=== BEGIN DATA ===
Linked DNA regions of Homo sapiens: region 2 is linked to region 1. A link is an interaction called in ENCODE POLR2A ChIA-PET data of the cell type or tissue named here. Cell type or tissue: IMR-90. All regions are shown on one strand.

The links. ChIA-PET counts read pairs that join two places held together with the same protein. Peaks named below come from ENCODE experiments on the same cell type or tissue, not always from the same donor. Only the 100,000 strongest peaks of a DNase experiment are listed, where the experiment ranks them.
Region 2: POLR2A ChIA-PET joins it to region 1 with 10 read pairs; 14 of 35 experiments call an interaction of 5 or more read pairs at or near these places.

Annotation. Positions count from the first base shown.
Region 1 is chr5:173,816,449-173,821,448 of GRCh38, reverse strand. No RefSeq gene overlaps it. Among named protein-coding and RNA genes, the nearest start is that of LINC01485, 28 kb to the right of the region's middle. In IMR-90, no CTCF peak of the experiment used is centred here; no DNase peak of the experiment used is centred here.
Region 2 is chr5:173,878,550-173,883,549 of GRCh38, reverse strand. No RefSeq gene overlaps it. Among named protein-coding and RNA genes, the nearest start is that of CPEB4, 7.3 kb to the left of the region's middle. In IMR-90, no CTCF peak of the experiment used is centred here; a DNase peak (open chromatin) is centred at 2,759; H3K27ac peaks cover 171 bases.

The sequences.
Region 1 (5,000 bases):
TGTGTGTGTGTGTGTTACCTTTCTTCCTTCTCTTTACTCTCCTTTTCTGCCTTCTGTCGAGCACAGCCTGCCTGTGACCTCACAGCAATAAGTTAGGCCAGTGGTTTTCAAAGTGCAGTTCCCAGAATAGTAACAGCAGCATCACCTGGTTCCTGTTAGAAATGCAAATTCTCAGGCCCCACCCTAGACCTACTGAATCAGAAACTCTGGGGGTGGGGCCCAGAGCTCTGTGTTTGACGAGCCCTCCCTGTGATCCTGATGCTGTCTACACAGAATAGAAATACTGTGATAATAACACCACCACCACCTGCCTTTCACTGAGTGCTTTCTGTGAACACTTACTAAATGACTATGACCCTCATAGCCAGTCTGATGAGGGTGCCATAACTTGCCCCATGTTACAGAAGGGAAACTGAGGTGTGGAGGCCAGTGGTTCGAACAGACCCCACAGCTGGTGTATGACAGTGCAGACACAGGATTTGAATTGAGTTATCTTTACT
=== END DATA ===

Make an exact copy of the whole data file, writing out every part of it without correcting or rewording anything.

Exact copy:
Linked DNA regions of Homo sapiens: region 2 is linked to region 1. A link is an interaction called in ENCODE POLR2A ChIA-PET data of the cell type or tissue named here. Cell type or tissue: IMR-90. All regions are shown on one strand.

The links. ChIA-PET counts read pairs that join two places held together with the same protein. Peaks named below come from ENCODE experiments on the same cell type or tissue, not always from the same donor. Only the 100,000 strongest peaks of a DNase experiment are listed, where the experiment ranks them.
Region 2: POLR2A ChIA-PET joins it to region 1 with 10 read pairs; 14 of 35 experiments call an interaction of 5 or more read pairs at or near these places.

Annotation. Positions count from the first base shown.
Region 1 is chr5:173,816,449-173,821,448 of GRCh38, reverse strand. No RefSeq gene overlaps it. Among named protein-coding and RNA genes, the nearest start is that of LINC01485, 28 kb to the right of the region's middle. In IMR-90, no CTCF peak of the experiment used is centred here; no DNase peak of the experiment used is centred here.
Region 2 is chr5:173,878,550-173,883,549 of GRCh38, reverse strand. No RefSeq gene overlaps it. Among named protein-coding and RNA genes, the nearest start is that of CPEB4, 7.3 kb to the left of the region's middle. In IMR-90, no CTCF peak of the experiment used is centred here; a DNase peak (open chromatin) is centred at 2,759; H3K27ac peaks cover 171 bases.

The sequences.
Region 1 (5,000 bases):
TGTGTGTGTGTGTGTTACCTTTCTTCCTTCTCTTTACTCTCCTTTTCTGCCTTCTGTCGAGCACAGCCTGCCTGTGACCTCACAGCAATAAGTTAGGCCAGTGGTTTTCAAAGTGCAGTTCCCAGAATAGTAACAGCAGCATCACCTGGTTCCTGTTAGAAATGCAAATTCTCAGGCCCCACCCTAGACCTACTGAATCAGAAACTCTGGGGGTGGGGCCCAGAGCTCTGTGTTTGACGAGCCCTCCCTGTGATCCTGATGCTGTCTACACAGAATAGAAATACTGTGATAATAACACCACCACCACCTGCCTTTCACTGAGTGCTTTCTGTGAACACTTACTAAATGACTATGACCCTCATAGCCAGTCTGATGAGGGTGCCATAACTTGCCCCATGTTACAGAAGGGAAACTGAGGTGTGGAGGCCAGTGGTTCGAACAGACCCCACAGCTGGTGTATGACAGTGCAGACACAGGATTTGAATTGAGTTATCTTTACT